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StrawberryBotanical Name: Fragaria vesca (LINN.)
Family: N.O. Rosaceae Part Used: Leaves.
Habitat: The whole of the Northern Hemisphere, exclusive of the tropics.
Description: The Wild Strawberry, a delicate, thin-leaved plant, with small, scarlet berries, cone-shaped and studded with tiny, brown 'seeds,' has a fragrance and flavour more delicate even than the cultivated Strawberry. It chooses a slightly sheltered position, and, being very small, considerable labour goes to the collection of its fruit, which is much more used and appreciated in France than in Great Britain. 1629 is the date assigned to the introduction of the Scarlet Strawberry from Virginia, and the earliest mention of the Strawberry in English writings is in a Saxon plant list of the tenth century, and in 1265 the 'Straberie' is mentioned in the household roll of the Countess of Leicester. 'Strabery ripe,' together with 'Gode Peascode' and 'Cherrys in the ryse,' were some of the London cries mentioned by Lydgate in the fifteenth century. Ben Jonson, in a play written in 1603, speaks of: 'A pot of Strawberries gathered in the wood To mingle with your cream.' The common idea that the word Strawberry is derived from the habit of placing straw under the cultivated plants when the berries are ripening is quite erroneous. The name is older than this custom, and preserves the obsolete preterit 'straw' of the verb 'to strew,' referring to the tangle of vines with which the Strawberry covers the ground.
Constituents: Cissotanic, malic, and citric acids, sugar, mucilage and a peculiar volatile aromatic body uninvestigated.
Bacon found in the odour of the dying leaves 'a most excellent cordial smell,' next in sweetness to the muskrose and violet.
Medicinal Action and Uses: Laxative, diuretic, astringent. Both the leaves and the fruit were in early pharmacopoeias, though the leaves were mostly used. The fruit contains malic and citric acids, a volatile matter, sugar, mucilage, pectin, woody fibre and water. It is easily digested and is not subject to acetous fermentation in the stomach. In feverish conditions the fruit is invaluable, and is also recommended for stone. Strawberry vitamins are of value in sprue. Culpepper declares the plant to be 'singularly good for the healing of many ills,' but Linnaeus was the first to discover and prove the efficacy of the berries as a cure for rheumatic gout.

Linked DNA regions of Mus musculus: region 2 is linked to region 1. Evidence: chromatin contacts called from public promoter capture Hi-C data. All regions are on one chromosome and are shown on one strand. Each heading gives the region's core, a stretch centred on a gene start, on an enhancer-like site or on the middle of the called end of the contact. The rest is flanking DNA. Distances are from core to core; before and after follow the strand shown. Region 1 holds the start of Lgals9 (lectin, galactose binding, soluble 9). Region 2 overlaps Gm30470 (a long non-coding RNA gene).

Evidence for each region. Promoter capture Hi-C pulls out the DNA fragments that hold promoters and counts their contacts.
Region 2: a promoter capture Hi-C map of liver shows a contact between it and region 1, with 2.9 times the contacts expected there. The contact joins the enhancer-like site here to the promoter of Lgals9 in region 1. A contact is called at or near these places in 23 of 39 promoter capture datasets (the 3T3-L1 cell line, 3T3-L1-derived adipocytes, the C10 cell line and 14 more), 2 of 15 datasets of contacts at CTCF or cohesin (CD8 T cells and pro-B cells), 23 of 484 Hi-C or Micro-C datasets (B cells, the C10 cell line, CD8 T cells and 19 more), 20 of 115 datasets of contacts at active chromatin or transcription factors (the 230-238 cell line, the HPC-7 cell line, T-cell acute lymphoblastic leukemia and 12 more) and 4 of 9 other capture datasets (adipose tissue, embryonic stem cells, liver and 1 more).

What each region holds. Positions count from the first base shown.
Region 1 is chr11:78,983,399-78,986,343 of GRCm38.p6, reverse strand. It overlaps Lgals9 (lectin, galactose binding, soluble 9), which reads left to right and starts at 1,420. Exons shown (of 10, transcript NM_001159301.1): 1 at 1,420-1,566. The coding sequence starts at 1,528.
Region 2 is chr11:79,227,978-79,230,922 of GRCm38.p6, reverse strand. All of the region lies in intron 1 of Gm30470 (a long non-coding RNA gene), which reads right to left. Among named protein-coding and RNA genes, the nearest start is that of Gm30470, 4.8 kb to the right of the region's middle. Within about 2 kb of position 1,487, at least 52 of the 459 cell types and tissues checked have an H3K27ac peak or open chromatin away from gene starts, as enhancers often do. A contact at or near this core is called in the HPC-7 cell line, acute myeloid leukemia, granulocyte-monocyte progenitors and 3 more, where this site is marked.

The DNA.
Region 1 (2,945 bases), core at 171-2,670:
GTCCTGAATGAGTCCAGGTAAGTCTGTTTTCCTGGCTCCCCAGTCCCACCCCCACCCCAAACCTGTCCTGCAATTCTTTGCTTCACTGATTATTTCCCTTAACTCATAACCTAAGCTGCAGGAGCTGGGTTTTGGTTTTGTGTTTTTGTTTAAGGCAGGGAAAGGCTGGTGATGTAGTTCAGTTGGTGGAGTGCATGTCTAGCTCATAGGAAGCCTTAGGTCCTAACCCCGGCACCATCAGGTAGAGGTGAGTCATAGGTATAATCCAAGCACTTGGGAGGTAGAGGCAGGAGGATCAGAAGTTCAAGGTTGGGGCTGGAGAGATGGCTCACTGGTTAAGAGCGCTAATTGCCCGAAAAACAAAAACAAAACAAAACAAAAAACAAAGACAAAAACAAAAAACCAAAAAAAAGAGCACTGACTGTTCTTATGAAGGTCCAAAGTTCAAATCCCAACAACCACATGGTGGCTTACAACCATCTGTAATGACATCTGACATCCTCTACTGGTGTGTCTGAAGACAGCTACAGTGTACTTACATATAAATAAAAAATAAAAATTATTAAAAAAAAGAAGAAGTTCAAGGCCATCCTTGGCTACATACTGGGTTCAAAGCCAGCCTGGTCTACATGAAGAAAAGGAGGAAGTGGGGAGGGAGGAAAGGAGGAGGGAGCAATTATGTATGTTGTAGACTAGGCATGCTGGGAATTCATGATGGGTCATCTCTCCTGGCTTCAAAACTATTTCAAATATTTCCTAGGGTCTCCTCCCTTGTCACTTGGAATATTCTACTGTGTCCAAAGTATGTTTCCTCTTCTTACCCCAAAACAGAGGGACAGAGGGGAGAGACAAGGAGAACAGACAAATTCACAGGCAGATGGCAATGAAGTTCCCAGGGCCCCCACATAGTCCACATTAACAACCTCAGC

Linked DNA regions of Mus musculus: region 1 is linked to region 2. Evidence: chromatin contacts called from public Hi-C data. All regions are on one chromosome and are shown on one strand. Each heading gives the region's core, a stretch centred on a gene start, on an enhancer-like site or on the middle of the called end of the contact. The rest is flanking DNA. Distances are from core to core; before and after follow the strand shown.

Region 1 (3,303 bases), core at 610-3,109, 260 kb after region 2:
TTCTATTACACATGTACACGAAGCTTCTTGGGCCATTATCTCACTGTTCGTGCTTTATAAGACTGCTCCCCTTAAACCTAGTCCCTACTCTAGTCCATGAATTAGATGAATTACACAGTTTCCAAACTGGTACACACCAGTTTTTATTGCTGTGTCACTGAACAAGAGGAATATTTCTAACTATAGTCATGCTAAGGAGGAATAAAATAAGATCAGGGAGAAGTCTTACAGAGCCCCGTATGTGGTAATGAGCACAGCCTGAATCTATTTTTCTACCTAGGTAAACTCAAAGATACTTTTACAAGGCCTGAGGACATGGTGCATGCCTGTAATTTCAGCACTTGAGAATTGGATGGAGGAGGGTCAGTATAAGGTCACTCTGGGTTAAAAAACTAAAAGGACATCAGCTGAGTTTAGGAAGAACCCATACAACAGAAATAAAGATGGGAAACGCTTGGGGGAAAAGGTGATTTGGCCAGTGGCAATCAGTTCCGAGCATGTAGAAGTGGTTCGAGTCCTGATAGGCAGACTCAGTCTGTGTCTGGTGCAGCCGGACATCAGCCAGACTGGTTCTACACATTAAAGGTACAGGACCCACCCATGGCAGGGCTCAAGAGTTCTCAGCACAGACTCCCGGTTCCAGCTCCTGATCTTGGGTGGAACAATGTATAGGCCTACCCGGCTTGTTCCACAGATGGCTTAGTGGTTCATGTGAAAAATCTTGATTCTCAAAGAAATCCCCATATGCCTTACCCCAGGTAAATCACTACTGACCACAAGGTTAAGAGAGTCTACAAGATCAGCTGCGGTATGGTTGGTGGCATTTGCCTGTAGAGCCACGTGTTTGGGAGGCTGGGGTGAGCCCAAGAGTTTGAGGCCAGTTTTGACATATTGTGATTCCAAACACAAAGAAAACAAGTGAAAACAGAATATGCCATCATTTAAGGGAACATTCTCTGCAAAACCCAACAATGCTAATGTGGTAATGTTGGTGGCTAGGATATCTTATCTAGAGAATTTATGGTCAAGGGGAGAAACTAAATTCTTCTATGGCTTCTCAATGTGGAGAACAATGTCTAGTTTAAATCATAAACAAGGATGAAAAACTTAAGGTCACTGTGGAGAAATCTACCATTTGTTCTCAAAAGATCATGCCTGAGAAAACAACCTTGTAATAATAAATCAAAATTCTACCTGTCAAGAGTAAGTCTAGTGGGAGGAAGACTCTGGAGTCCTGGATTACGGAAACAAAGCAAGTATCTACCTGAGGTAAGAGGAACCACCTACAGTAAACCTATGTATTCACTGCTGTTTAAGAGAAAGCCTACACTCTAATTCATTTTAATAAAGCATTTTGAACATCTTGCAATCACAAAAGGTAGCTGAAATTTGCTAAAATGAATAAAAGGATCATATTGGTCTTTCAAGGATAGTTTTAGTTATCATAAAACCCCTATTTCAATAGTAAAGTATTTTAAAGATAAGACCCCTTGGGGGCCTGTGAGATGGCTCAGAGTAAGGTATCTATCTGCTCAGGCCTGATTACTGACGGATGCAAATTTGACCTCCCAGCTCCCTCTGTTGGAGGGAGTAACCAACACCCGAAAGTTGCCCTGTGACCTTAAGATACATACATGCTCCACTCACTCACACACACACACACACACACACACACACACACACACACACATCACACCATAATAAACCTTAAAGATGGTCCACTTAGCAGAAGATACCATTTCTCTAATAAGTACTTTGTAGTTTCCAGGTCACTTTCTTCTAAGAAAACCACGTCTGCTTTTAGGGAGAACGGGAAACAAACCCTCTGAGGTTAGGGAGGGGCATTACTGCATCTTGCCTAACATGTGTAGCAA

The root is astringent and used in diarrhoea. The leaves have the same property, and a tea made from them checks dysentery. The stalks only entered into the composition of the once-famous Antioch drink and vulnerary. Some recipes order that the drink should be prepared between the feasts of St. Philip and St. James and the Nativity of St. John the Baptist.
The Strawberry is a useful dentifrice and cosmetic. The fresh fruit removes discoloration of the teeth if the juice is allowed toremain on for about five minutes and the teeth are then cleansed with warm water, to which a pinch of bicarbonate of soda has been added. A cut Strawberry rubbed over the face immediately after washing will whiten the skin and remove slight sunburn. For a badly sunburnt face it is recommended to rub the juice well into the skin, to leave it on for half an hour, and then wash off with warm water to which a few drops of simple tincture of benzoin have been added; no soap should be used.
Dosage: Infusion, 1 to 2 tablespoonsful.
AN OLD RECIPE 'Gather strawberry leaves on Lamas Eve, press them in the distillery until the aromatick perfume thereof becomes sensible. Take a fat turkey and pluck him, and baste him, then enfold him carefully in the strawberry leaves. Then boil him in water from the well, and add rosemary, velvet flower, lavender, thistles, stinging nettles, and other sweet-smelling herbs. Add also a pinte of canary wine, and half a pound of butter and one of ginger passed through the sieve. Sieve with plums and stewed raisins and a little salt. Cover him with a silver dish cover.'